Our Christian Hypocrisy: The Key to Fighting It


On many a recent lunch break, I’ve opened the newspaper to an opinion piece or letter criticizing hypocritical Christians.  Logging into my social media accounts, I often see a similar theme voiced by friends and acquaintances.  Same on TV.  Same on the radio.  In the Church, Pope Francis challenges us to re-examine our habits and attitudes against our baptismal call.

All these situations prompt me to ask myself: Why am I a Christian? To what extent am I not living like one?  I admit that, not unlike James and John, I often forget why I am a Christian.  It happens in the heat of the moment; and, because of this forgetfulness, I often fail to live like a Christian.

Whenever one of my co-workers calls my cell phone, the ringtone is Steven Curtis Chapman’s song, “For the Sake of the Call.”  That song makes my eyes misty.  I chose it for my co-workers because, amid its Galilee imagery, the lyrics dive into the heart of what it means to be a Christian:


Empty nets lying there
told the story that few could believe
and none could explain.

For Jesus had called them by name,
and they answered,
“We will abandon it all
For the sake of the call…”

Not for the sake of a creed or a cause,
not for a dream or a promise,
but simply because it is Jesus who calls,
and if we believe, we’ll obey.

Whenever we make a choice, our motivations are:

  • Out of self-interest (out of fear / desiring comfort or safety / laziness or apathy)
  • Out of love

I find encouragement in the apostles’ own struggle to follow Jesus out of love, rather than for fame or glory.  All Christians must face these questions: Is my primary motivation to ‘gain the prize’ at the end of life?  To avoid the burning alternative? Do I just want to be a member of the ‘winning team’? Am I merely carrying on ‘the family religion’? We may quickly waive those questions off, but each of us answer, “Yes,” to varying degrees. Those “yes’s” are the origin of our sins.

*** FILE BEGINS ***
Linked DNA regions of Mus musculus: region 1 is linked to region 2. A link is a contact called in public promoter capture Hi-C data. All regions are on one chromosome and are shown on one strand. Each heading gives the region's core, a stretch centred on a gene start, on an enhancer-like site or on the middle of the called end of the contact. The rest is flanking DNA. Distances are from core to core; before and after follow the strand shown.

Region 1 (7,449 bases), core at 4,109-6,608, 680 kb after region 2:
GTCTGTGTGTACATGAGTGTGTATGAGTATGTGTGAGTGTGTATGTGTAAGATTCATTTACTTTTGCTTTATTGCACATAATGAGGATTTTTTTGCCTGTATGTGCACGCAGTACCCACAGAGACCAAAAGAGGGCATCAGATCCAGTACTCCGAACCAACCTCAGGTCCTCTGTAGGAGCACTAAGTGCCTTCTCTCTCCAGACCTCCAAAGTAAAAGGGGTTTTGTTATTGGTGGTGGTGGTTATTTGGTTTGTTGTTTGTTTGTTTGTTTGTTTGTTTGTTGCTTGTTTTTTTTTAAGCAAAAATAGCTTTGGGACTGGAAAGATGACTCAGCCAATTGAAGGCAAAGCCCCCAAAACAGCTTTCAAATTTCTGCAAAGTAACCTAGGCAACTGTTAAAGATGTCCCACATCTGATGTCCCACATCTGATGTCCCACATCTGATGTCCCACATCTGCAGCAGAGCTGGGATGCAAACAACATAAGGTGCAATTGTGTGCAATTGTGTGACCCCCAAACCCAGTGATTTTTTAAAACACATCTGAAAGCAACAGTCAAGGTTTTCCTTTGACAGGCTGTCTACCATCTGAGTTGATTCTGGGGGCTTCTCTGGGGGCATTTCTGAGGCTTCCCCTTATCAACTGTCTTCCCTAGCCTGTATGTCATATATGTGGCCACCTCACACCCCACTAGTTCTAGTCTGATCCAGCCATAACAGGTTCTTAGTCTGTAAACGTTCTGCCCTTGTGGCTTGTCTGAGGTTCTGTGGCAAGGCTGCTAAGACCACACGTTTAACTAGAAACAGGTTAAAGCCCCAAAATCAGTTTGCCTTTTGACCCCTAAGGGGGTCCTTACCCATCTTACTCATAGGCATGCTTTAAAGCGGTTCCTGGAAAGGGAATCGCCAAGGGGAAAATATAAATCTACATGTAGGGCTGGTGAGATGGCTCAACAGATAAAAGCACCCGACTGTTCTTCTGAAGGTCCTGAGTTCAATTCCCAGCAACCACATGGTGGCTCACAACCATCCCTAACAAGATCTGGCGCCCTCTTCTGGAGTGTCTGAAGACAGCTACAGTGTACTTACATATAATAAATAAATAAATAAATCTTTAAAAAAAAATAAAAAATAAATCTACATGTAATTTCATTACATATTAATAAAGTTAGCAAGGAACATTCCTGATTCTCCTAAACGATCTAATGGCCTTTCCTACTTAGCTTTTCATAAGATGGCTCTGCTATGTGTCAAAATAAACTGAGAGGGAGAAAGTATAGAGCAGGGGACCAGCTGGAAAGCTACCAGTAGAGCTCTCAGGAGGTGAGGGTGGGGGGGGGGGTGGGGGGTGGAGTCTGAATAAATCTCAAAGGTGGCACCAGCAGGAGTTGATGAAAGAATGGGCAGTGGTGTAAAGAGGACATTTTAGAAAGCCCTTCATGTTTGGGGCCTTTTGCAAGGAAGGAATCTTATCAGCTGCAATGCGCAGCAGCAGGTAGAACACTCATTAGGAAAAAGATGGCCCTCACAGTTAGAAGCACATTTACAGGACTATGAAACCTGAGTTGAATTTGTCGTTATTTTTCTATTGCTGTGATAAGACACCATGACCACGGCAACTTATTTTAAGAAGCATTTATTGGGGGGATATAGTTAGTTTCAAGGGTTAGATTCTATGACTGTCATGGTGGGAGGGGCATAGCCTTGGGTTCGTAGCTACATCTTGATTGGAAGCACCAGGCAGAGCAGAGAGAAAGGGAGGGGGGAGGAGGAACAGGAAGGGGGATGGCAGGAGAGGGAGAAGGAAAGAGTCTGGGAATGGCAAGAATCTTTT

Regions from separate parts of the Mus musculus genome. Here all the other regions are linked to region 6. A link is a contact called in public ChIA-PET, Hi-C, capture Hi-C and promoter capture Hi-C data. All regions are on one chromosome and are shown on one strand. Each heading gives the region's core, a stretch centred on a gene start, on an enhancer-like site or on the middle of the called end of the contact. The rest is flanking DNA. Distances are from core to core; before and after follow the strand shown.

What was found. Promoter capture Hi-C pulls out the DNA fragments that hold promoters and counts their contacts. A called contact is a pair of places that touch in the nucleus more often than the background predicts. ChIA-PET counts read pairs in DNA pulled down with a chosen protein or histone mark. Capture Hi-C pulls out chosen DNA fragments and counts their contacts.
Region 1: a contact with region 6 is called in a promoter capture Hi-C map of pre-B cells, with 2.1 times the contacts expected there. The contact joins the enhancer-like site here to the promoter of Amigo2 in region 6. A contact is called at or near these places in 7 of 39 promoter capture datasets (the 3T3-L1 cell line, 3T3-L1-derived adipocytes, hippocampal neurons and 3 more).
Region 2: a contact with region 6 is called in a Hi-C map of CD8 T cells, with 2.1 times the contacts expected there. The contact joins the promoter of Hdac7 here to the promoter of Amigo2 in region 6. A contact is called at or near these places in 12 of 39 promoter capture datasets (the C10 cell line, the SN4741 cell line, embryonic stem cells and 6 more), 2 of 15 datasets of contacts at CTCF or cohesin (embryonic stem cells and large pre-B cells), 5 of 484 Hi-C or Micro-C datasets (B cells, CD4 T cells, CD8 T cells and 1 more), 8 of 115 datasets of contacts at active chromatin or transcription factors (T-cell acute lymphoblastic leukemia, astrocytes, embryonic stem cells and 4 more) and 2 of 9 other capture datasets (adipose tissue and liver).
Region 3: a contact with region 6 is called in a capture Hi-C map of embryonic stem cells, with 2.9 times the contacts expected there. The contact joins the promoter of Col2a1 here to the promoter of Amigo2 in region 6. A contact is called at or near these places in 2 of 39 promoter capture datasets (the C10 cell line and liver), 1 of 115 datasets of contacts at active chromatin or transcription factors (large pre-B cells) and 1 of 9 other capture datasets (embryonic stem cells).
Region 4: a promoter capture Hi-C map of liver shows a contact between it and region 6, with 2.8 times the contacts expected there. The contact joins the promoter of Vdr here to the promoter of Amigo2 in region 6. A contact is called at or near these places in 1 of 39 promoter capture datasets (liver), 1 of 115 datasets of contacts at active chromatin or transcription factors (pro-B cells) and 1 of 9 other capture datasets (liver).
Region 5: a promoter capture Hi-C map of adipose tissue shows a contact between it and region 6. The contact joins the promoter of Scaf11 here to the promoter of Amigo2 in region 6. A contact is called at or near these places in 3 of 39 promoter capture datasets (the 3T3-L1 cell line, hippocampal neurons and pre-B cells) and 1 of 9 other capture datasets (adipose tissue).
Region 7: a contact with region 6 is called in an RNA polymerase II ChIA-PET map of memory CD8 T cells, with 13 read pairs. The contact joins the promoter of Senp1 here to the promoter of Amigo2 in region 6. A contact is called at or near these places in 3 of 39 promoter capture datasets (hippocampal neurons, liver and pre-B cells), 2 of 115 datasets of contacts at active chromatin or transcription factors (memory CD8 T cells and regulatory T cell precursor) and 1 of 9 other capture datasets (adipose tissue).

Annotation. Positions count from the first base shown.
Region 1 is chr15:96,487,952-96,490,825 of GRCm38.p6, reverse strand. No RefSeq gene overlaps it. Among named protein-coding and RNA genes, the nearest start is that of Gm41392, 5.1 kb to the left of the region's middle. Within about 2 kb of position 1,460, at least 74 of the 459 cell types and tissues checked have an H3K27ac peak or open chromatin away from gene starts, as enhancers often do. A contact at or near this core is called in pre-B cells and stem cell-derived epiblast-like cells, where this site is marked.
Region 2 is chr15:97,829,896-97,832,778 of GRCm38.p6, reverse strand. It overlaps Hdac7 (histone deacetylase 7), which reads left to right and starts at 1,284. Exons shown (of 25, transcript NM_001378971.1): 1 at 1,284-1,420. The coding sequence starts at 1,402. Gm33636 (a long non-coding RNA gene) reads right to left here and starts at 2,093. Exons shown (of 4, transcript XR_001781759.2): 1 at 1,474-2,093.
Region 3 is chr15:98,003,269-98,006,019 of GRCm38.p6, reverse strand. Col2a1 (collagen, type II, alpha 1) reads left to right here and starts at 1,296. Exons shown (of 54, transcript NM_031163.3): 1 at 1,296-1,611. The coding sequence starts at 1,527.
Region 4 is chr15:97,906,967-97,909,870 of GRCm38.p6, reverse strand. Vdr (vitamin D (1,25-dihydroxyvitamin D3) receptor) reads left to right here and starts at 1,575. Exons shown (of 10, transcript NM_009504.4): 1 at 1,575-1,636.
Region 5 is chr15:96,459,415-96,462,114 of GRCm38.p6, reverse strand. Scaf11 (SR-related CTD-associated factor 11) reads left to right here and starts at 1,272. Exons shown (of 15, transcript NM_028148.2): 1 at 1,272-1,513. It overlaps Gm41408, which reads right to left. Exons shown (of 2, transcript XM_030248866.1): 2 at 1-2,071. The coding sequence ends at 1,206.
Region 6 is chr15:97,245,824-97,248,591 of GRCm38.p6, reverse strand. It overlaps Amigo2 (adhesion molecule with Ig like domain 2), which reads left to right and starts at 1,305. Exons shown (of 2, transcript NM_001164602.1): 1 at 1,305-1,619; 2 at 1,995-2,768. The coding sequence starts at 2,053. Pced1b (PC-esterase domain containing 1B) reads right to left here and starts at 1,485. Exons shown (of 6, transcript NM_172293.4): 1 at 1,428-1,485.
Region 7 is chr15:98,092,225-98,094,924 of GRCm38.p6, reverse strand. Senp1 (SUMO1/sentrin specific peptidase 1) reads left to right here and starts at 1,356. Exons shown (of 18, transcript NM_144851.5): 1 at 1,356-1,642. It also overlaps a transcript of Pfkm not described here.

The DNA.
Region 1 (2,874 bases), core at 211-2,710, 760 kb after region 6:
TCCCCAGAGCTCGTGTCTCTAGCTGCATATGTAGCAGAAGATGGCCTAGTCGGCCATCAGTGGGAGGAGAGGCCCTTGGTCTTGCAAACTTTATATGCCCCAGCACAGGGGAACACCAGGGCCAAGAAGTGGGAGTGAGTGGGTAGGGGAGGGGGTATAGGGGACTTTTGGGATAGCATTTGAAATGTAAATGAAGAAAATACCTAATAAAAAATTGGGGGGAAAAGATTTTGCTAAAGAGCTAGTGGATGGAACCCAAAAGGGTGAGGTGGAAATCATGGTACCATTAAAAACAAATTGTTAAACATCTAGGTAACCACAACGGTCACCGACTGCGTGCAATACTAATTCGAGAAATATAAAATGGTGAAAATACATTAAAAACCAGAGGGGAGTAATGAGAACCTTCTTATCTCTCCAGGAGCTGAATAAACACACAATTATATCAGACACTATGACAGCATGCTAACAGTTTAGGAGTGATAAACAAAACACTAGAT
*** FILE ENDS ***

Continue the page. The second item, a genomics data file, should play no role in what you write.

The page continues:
Instead, we must follow Christ, as Chapman sings, “because of the love He has shown.”  Christ’s vicar and people are calling you and me to recognize God’s intense desire to purify our hearts; so that daily activities and decisions come from love and love alone.  This is what it means to be a saint; drawing closer and closer to Love Incarnate, sharing more and more of His life, until we are finally united.

Jesus tells us,

…whoever wishes to be great among you will be your servant;
whoever wishes to be first among you will be the slave of all.
For the Son of Man did not come to be served but to serve and to give his life as a ransom for many.

God showed us how to answer His Call by doing it first; in Christ who lived and died (and continues to live) as pure self-gift. What an immense and intimidating challenge! No wonder Christians are held to a high standard!  No wonder we are hypocrites!  How could we possibly mirror Love Incarnate?

Today, and each day of our lives, can be a step on a journey toward a pure heart—toward sainthood—by making one, small change in the way we love.

We make this daily journey by abandoning our self-interest and opening ourselves to grace—which is just a fancy word for God’s own life.  History illustrates this process with the apostles’ abandonment of their nets—their way of life—and their daily sharing of Jesus’ life.

We are not alone. We make this journey together, as members of a larger Body. Saints who have gone before us call out from Heaven: “With God, nothing is impossible!” Sainthood is a real possibility.

Let’s go!  One step at a time, starting today…

Not for the sake of a creed or a cause,
not for a dream or a promise,
but simply because it is Jesus who calls,
and if we believe, we’ll obey.



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